In this article, we are discussing Oligosaccharides and Polysaccharides another classification of Biomolecules Carbohydrates. In the previous article, we discussed Monosaccharides. This is another important section to pay attention from the Chapter Biomolecules from which questions are asked every year. Let's begin with a brief intro of Oligosaccharides.
Biomolecules Carbohydrates Notes on Oligosaccharides and Polysaccharides
Carbohydrates consisting of (2 - 9) of monosaccharides are called as oligosaccharides. They can be trisaccharides, tetrasaccharides, hexasaccharide etc.
Two monosaccharides (usually hexose) joined by a glycosidic bond (condensation reaction). It normally forms between C-atoms 1 and 4 of neighboring units (1,4 bond). When Disaccharides are hydrolyzed, they release their respective constituent monosaccharides (e.g., hydrolysis sucrose yields one molecule each of glucose and fructose).
|Disaccharides||Individual Residue||Physiological Role|
|Sucrose (Non- reducing disaccharide)||Glucose α (1→2) β Fructose||End product of Photosynthesis|
|Maltose (reducing disaccharide)||Glucose α (1→4) Glucose||Dimer derived from starch & Glycogen|
|Lactose (reducing disaccharide)||Galactose β (1→4) Glucose||Energy Source in Animals|
|Cellobiose||Glucose β (1→2) Glucose||Dimer of cellulose polymer|
|Gentiobiose||Glucose β (1→6) Glucose||Constituent of plant Glycosides and some Polysaccharides|
|Trehalose||Glucose α (1→1) α Glucose||Major Circulatory sugar in insects|
Three monosaccharide units joined together are called as trisaccharides (E.g. Raffinose: found in plants. Upon hydrolysis, it yields one molecule each of glucose, fructose, and galactose.)
Note: Larger oligosaccharides are present in the cell membrane and play an important role in cell recognition & in antigen specificity.
- Polymers of monosaccharides and are branched or unbranched linear molecular chains.
- Insoluble carbohydrates and are commonly called non—sugars.
Classification of Polysaccharides: Based on the type of Monosaccharide present
- Homopolysaccharides — only one type of monosaccharide present e.g. starch, glycogen and cellulose, fructan, xylan, arabinan.
- Heteropolysaccharides — more than one type of monosaccharide present e.g. chitin, agar, arabinogalactans, arabinoxylan etc.
Classification of Polysaccharides: Based on their Function
Polysaccharides can also be categorized as — storage (e.g. starch and glycogen), structural (e.g. chitin, cellulose) and mucopolysaccharides (e.g. keratin sulfate, chondroitin sulfate, hyaluronic acid, agar, alginic acid, carrageen, and heparin). Their formation requires the removal of many molecules of water from monosaccharides. This helps in condensing the bulk to be stored. Unlike small carbohydrates, polysaccharides are relatively easy to store. When necessary polysaccharides are broken down by enzymes for the release of energy.
1. Storage Polysaccharides - act as food storage polysaccharides
- The polymer of glucose.
- Major reserve food in plants.
- Starch has two components — amylose (an unbranched polymer- straight chain of 200 -1000 glucose units; 1-4 glycosidic linkage between a - D glucose molecules.) and amylopectin (a branched polymer -2000 – 200,000 glucose molecules branched after 25 glucose units; branching point has 1-6 glycosidic linkage.)
- found abundantly in rice, wheat and other cereal grains legumes, potato, tapioca and bananas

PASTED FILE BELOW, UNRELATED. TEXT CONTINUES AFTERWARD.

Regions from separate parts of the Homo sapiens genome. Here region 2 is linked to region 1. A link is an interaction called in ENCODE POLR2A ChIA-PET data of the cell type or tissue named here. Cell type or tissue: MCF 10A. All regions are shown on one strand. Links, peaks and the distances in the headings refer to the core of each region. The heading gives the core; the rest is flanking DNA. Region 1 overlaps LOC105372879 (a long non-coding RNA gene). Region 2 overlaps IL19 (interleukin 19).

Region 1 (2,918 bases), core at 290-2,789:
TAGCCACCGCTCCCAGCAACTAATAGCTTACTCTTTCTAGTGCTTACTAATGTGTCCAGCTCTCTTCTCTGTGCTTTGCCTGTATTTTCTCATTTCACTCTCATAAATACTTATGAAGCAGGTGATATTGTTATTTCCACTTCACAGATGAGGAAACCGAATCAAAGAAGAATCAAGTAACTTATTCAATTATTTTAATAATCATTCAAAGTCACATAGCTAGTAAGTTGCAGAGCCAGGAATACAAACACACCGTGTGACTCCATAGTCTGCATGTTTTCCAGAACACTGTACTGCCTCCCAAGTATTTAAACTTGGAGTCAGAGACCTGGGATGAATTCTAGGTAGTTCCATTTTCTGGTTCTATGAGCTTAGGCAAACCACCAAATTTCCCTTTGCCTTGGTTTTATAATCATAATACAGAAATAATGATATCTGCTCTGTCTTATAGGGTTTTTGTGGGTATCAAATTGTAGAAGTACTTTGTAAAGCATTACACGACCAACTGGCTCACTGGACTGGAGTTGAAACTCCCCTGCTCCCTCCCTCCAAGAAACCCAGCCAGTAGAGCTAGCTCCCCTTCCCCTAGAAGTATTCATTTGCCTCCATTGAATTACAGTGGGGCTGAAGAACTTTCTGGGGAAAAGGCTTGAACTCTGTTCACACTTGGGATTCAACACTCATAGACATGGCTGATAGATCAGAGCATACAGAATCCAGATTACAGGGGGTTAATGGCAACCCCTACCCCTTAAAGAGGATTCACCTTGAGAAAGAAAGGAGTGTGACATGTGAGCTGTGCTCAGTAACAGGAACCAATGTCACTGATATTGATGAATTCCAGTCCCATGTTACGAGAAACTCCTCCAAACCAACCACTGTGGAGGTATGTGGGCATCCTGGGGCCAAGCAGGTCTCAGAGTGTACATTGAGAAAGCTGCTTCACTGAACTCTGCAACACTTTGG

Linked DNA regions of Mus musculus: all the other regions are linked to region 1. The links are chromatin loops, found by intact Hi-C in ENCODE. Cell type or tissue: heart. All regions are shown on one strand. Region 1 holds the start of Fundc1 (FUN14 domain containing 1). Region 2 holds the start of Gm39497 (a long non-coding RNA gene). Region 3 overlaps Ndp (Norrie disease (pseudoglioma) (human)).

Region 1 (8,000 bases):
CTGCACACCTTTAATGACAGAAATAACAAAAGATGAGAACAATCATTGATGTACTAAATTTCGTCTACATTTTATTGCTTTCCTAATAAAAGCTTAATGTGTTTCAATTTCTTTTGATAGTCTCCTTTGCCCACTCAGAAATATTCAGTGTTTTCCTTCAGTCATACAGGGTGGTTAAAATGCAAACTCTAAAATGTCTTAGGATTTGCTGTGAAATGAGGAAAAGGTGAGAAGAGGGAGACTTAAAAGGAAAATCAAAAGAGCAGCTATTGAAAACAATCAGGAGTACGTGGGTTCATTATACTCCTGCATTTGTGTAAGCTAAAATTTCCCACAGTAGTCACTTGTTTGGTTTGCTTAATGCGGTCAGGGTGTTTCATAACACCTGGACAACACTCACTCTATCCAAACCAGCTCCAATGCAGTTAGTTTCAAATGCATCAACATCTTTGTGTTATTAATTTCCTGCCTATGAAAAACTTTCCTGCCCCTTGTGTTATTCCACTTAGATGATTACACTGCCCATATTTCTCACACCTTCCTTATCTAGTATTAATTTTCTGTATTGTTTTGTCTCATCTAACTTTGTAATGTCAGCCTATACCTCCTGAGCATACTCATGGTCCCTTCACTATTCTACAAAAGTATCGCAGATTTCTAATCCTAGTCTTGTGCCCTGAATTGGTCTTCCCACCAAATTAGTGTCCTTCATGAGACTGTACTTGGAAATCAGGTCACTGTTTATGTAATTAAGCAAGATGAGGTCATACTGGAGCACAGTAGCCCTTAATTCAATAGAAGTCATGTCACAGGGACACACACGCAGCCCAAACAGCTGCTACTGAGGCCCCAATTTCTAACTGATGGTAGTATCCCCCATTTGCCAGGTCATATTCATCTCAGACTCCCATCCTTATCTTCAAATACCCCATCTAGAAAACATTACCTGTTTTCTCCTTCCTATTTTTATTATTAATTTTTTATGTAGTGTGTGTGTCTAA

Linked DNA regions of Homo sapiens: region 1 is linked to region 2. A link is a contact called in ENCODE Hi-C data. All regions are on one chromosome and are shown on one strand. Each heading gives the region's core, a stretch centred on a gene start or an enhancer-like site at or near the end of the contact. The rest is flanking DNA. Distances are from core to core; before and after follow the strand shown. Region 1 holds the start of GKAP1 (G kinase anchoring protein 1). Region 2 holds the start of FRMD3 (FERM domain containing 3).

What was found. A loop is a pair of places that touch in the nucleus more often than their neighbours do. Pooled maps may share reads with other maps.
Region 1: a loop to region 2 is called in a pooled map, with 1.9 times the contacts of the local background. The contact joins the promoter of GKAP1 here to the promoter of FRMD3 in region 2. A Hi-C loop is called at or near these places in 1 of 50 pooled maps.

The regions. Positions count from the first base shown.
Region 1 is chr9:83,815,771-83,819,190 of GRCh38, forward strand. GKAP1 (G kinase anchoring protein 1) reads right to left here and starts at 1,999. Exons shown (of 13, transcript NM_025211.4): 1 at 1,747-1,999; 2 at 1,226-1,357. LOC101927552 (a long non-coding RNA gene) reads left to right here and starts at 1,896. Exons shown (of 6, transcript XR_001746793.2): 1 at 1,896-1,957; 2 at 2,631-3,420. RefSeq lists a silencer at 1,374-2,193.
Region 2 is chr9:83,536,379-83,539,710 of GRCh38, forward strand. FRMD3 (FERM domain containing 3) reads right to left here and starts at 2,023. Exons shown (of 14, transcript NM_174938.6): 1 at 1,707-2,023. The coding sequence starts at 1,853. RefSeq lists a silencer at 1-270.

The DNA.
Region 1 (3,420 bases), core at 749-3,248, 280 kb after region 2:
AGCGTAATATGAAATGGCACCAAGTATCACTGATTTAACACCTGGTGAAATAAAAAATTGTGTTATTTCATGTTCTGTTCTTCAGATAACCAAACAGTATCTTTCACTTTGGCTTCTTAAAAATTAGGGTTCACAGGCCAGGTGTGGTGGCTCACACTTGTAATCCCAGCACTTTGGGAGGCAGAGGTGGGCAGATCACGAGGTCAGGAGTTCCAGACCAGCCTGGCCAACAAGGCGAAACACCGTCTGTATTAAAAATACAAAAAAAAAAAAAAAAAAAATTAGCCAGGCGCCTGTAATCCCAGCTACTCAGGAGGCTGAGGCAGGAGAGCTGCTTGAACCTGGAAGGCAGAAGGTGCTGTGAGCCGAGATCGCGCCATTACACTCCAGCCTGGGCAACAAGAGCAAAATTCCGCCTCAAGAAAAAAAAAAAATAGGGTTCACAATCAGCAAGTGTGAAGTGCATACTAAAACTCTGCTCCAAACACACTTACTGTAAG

- Animal equivalent of starch; fungi also store it. Glycogen turns red-violet with iodine. It consists of 30,000 glucose units joined by a, 1 - 4 bonds, much more branched than starch. Branching point has a, 1 - 6 linkage, branching occurs after 10 - 14 glucose units.
- found in liver and muscles stores energy in mammals.
- Unusual polysaccharide (polymer of fructose). It is used as a fructose, particularly in roots and tubers (e.g. Dahlia tubers).
- dietary fiber; used as a prebiotic agent to stimulate the growth of good intestinal bacteria.
2. Structural Polysaccharides - important components of cell wall & cell membrane
- Main structural unbranched homopolysaccharide of plants.
- Cellulose is the most abundant organic compound in the biosphere
- One molecule of cellulose has about 6000 glucose residues.
- Used for building the cell wall. Wood and cotton contain large quantities of cellulose.
- similar to cellulose but its basic unit is not glucose, but a nitrogen-containing similar molecule (N-acetylglucosamine)
- A polysaccharide found in the exoskeletons of fungi, insects & crustaceans.
- Soft and leathery, it becomes hard when impregnated with calcium carbonate or certain proteins.
- Insoluble- helps to retain the form and to strengthen the structure of organisms.
c) Pectin and hemicellulose
- Made up of arabinose, galactose, and galacturonic acid. Pectic acid is an acidic polysaccharide Of the methyl ester of D—galacturonic acid.
Some Important Polysaccharides
|Murein||N-acetyl glucosamine + N -acetyl muramic acid (β1,4 Linkages)|
|Dextran||D- Glucose (β1,4 Linkages); Branch Linkages - β1,3 Linkages|
|Inulin||D-fructose (β2,6 Linkages)|
|Chitin||N- acetyl-glucosamine (β1,4 Linkages)|
|Glycogen||D- Glucose α1,4 Linkages; Branch Linkages - α1,6 Linkages|
|Callose||D- Glucose (β1,3 Linkages)|
|Keratin sulfate||D- Galactose, N- acetylglucosamine - provides strength and flexibility to skin and cornea.|
D-glucuronic acid & N- acetyl glucosamine. It is anticoagulant present in human blood. The husk of Plantago ovata and mucilage of Aloe barbedense are medicinally used.
D-Glucuronic acid and N- acetyl galactosamine- present in the vitreous humor of the eye, synovial fluid, and cerebrospinal fluid etc.
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Team BYJU'S Exam Prep